Recent years have seen the Israeli state investing considerable efforts in the alleviation of unprecedentedly high inter-regional inequalities. Improved transportation networks intended to better connect peripheral residents to centrally located opportunities have been at the heart of this policy known as ‘periphery cancellation’. In this article, we study strategies deployed by young peripherals as they engage with the statist call for enhanced mobility between regions. Drawing on qualitative research conducted at ‘A Center for the Young’ in a small town in the predominantly rural Upper Galilee, we examine the extent to which young adults negotiate the recent state-led mobility turn. Taking a critical nobilities approach, we argue that statist aspirations of mobilizing peripherals to central hubs collide with socio-spatial constraints faced by many young residents. The official call for mobility is frequently met by a sense of spatial (im)mobility articulated by young agents who deploy instead alternative strategies to achieve socio-spatial mobility. Termed refusal, circulation, and refuge, these strategies draw on notions of peripheral stagnation, attributed to both state policies that have long marginalized the area as well as rooted conventions about the social and cultural inertia of peripheral residents. These strategies, we contend, widen existing inequalities between central haves and peripheral have nots while solidifying a sense of socio-spatial disenfranchisement among many of its young inhabitants.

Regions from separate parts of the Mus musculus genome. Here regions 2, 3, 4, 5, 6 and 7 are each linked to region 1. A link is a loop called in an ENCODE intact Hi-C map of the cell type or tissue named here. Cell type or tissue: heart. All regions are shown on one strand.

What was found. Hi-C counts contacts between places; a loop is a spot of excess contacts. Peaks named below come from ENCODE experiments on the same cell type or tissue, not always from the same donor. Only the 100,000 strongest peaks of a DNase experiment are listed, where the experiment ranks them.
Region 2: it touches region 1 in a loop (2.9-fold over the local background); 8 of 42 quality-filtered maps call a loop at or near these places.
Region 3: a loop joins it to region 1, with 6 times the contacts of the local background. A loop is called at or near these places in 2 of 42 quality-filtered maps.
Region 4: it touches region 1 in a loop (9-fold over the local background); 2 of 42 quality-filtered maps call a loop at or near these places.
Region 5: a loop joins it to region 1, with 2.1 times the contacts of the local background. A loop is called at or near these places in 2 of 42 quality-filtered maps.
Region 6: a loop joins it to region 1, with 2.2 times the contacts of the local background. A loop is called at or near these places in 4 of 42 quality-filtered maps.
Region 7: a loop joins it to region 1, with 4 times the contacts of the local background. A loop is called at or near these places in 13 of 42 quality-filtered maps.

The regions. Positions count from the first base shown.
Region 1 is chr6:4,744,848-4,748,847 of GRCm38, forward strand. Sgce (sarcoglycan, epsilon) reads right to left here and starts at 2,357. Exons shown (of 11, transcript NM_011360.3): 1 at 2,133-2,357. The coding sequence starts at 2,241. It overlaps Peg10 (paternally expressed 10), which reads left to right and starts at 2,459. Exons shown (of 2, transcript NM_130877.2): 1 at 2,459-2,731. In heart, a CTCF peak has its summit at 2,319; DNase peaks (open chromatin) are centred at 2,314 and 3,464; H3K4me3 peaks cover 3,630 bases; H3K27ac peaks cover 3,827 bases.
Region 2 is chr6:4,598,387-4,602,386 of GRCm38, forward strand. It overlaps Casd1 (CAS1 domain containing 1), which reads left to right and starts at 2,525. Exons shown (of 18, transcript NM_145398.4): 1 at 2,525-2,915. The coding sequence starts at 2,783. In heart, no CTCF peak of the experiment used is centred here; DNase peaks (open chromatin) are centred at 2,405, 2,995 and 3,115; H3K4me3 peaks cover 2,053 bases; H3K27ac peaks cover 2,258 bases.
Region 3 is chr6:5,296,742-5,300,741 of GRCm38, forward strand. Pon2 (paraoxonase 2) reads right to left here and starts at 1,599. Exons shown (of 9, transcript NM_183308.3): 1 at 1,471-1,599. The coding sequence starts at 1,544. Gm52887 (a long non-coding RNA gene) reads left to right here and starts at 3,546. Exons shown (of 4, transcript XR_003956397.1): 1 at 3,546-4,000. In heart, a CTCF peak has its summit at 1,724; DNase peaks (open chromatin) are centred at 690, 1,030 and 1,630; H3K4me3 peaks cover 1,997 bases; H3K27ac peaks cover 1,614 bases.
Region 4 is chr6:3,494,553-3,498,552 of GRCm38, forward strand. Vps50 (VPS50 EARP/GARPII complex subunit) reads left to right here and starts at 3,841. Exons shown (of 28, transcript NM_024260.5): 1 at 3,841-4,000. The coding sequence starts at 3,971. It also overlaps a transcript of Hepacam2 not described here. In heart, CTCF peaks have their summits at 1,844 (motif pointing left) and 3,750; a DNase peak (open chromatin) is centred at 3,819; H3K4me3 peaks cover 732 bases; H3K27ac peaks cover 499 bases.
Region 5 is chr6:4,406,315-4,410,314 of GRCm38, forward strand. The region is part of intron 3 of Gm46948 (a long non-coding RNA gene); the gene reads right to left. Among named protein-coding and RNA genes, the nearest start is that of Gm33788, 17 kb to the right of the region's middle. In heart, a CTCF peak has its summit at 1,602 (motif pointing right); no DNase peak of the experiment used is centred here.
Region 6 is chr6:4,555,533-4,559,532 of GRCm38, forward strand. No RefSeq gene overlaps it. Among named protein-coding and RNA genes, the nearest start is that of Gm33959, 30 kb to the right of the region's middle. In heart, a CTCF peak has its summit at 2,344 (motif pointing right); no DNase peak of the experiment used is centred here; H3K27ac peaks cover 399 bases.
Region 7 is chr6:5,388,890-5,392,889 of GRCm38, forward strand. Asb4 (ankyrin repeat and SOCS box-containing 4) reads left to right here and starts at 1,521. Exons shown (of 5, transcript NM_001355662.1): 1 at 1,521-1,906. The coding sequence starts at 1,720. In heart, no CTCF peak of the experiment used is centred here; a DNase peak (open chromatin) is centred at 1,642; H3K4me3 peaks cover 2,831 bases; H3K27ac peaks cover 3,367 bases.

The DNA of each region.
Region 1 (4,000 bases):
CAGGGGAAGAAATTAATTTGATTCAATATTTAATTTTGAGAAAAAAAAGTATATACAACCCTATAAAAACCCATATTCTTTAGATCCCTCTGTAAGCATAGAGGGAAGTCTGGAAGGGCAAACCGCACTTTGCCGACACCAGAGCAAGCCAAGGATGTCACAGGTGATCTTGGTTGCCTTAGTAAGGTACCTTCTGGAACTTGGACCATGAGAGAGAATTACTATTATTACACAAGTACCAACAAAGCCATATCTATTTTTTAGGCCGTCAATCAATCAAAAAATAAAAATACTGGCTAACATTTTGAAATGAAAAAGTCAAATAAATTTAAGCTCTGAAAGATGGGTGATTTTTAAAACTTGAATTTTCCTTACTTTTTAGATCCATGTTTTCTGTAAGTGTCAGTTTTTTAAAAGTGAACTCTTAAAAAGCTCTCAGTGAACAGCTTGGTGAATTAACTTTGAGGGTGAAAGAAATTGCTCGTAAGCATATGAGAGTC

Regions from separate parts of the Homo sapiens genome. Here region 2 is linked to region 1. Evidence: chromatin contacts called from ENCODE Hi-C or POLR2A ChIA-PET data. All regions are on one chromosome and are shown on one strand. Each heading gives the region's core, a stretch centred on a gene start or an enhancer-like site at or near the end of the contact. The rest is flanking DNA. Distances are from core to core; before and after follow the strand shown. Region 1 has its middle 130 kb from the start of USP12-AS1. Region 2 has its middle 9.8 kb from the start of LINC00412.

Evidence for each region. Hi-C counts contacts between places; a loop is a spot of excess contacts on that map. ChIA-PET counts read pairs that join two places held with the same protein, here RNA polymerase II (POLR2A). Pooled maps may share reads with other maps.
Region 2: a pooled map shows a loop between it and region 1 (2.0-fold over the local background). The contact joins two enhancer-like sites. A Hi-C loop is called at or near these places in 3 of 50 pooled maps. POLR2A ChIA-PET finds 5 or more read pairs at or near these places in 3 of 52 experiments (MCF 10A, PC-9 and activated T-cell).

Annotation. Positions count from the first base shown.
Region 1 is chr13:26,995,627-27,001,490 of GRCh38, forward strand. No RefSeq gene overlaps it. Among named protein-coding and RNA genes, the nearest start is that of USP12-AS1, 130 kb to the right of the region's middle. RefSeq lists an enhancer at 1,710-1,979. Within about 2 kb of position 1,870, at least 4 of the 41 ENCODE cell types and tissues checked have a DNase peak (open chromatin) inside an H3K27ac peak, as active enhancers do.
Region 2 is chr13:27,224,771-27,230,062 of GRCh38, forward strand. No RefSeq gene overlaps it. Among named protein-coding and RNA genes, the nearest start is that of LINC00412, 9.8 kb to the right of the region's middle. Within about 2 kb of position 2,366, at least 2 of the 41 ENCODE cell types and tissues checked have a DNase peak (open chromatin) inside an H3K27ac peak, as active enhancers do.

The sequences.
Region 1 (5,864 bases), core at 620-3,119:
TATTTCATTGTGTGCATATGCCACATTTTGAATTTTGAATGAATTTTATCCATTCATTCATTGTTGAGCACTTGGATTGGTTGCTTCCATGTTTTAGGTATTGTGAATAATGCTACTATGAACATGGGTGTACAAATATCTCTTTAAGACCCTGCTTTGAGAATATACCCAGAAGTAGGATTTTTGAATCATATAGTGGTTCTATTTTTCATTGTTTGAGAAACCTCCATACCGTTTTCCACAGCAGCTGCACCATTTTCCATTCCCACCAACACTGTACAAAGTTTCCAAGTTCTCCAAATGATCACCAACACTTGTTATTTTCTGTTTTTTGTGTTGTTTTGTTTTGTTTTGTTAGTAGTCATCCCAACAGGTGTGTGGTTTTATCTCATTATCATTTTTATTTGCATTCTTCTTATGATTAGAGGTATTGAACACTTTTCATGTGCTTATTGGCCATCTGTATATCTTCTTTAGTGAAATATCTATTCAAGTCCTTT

|Translated title of the contribution||Refusal, circulation, refuge: young (im) mobilities in rural Israel|
|Number of pages||22|
|Journal||Social and Cultural Geography|
|State||Published - 24 Jul 2019|
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